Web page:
function cancel() {
	// Refresh hike value to reset dependent Observables' values
	hike.value = hike.value;
	router.goBack();
}

Perfect! Now everything should be hooked up. At this point, we can go ahead and save all of our different files. Once Fuse is finished reloading preview, we finally can try out our fully-functional views!

Our progress so far

Finally, we've got basically all of the major functional pieces of our app in place and hooked up. Now we've got our various pages and modules working together in perfect harmony and fitted together with a nice, scalable architecture. It looks something like this:

And here's the code for the various files we modified in this chapter:

Modules/Backend.js:

var hikes = [
	{
		id: 0,
		name: "Tricky Trails",
		location: "Lakebed, Utah",
		distance: 10.4,
		rating: 4,
		comments: "This hike was nice and hike-like. Glad I didn't bring a bike."
	},
	{
		id: 1,
		name: "Mondo Mountains",
		location: "Black Hills, South Dakota",
		distance: 20.86,
		rating: 3,
		comments: "Not the best, but would probably do again. Note to self: don't forget the sandwiches next time."
	},
	{
		id: 2,
		name: "Pesky Peaks",
		location: "Bergenhagen, Norway",
		distance: 8.2,
		rating: 5,
		comments: "Short but SO sweet!!"
	},
	{
		id: 3,
		name: "Rad Rivers",
		location: "Moriyama, Japan",
		distance: 12.3,
		rating: 4,
		comments: "Took my time with this one. Great view!"
	},
	{
		id: 4,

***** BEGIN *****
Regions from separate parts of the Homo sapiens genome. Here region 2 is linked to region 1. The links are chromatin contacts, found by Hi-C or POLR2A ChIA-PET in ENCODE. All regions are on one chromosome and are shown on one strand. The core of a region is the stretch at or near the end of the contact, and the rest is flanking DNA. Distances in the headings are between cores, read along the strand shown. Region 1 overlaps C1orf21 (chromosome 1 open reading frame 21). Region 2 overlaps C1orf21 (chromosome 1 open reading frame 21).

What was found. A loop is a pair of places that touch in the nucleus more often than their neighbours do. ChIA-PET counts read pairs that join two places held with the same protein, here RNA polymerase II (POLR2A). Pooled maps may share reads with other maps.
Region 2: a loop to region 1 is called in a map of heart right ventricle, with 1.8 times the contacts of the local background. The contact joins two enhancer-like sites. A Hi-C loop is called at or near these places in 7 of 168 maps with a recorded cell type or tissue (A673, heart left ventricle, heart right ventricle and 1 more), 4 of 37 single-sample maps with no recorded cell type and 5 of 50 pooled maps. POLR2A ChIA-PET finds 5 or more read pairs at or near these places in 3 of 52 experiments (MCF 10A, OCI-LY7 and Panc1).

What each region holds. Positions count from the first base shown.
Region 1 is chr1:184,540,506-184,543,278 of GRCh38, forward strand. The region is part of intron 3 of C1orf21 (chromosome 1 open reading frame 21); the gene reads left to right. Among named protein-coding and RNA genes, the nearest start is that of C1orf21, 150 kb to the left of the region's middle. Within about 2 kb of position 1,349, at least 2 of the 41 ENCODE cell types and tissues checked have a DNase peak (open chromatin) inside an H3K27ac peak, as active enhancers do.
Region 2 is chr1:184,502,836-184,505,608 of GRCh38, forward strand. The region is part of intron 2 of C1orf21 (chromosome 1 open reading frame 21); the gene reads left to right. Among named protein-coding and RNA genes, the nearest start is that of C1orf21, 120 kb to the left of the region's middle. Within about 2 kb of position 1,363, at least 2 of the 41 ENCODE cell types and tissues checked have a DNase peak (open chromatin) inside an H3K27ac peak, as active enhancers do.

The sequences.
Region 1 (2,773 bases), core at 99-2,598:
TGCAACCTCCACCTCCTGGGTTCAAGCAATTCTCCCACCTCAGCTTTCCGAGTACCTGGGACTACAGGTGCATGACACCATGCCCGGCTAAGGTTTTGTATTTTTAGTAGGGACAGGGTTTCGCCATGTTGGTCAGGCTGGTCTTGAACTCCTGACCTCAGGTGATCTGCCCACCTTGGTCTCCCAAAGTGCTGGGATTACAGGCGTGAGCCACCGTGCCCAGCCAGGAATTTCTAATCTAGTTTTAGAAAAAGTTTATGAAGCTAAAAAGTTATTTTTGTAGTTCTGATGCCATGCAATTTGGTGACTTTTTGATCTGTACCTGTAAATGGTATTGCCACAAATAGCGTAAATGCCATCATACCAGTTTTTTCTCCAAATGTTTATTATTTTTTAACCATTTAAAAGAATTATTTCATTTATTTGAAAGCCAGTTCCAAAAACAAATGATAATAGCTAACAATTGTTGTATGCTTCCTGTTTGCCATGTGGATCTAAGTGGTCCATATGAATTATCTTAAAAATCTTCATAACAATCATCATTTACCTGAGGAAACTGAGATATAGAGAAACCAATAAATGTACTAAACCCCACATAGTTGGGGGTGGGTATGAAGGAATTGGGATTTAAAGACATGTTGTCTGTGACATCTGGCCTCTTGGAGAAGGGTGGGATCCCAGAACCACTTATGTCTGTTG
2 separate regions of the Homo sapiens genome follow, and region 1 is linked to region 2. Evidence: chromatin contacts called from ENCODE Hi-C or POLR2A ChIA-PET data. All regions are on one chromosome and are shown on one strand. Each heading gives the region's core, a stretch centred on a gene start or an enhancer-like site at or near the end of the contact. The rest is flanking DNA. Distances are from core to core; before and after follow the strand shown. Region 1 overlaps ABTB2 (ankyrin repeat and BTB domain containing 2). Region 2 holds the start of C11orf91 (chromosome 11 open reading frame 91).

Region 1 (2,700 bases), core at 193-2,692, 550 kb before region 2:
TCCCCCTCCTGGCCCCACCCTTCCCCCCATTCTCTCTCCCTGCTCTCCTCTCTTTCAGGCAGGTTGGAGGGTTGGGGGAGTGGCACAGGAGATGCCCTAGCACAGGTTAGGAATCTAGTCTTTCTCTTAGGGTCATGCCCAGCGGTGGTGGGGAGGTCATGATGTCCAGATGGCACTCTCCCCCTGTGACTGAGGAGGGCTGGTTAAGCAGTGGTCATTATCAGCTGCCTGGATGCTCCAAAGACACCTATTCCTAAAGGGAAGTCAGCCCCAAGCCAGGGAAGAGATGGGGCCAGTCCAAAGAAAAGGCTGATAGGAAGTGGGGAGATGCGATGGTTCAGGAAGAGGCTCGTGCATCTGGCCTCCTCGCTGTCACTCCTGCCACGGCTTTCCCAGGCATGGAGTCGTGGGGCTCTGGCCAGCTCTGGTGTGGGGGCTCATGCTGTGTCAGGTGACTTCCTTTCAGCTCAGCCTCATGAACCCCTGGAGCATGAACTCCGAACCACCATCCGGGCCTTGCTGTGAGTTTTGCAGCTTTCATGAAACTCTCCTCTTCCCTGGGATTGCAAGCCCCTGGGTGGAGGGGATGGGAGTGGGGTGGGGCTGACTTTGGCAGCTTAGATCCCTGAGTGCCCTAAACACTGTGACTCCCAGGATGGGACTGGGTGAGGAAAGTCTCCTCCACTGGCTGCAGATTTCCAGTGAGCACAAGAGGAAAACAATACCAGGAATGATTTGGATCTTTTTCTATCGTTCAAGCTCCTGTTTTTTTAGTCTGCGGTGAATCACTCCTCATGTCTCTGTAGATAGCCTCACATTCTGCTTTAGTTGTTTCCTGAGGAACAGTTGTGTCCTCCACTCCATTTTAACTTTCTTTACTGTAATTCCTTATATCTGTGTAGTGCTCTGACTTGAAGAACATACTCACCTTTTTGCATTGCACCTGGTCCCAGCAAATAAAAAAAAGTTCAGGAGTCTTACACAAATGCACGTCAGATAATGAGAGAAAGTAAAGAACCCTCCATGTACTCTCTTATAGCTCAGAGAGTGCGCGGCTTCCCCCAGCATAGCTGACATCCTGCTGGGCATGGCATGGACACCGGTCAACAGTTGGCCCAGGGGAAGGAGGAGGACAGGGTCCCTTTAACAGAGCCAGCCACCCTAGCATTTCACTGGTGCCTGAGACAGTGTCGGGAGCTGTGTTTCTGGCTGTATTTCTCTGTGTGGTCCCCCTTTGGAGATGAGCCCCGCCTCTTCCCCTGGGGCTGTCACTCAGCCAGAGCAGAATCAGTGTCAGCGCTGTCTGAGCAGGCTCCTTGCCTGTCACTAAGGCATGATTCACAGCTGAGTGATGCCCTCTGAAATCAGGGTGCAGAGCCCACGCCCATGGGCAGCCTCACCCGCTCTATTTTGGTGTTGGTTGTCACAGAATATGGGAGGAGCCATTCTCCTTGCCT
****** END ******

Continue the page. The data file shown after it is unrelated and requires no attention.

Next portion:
name: "Dangerous Dirt",
		location: "Cactus, Arizona",
		distance: 19.34,
		rating: 2,
		comments: "Too long, too hot. Also that snakebite wasn't very fun."
	}
];

function getHikes() {
	return new Promise(function(resolve, reject) {
		setTimeout(function() {
			resolve(hikes);
		}, 0);
	});
}

function updateHike(id, name, location, distance, rating, comments) {
	return new Promise(function(resolve, reject) {
		setTimeout(function() {
			for (var i = 0; i < hikes.length; i++) {
				var hike = hikes[i];
				if (hike.id == id) {
					hike.name = name;
					hike.location = location;
					hike.distance = distance;
					hike.rating = rating;
					hike.comments = comments;
					break;
				}
			}

			resolve();
		}, 0);
	});
}

module.exports = {
	getHikes: getHikes,
	updateHike: updateHike
};

Modules/Context.js:

var Observable = require("FuseJS/Observable");
var Backend = require("./Backend");

var hikes = Observable();

Backend.getHikes()
	.then(function(newHikes) {
		hikes.replaceAll(newHikes);
	})
	.catch(function(error) {
		console.log("Couldn't get hikes: " + error);
	});

function updateHike(id, name, location, distance, rating, comments) {
	for (var i = 0; i < hikes.length; i++) {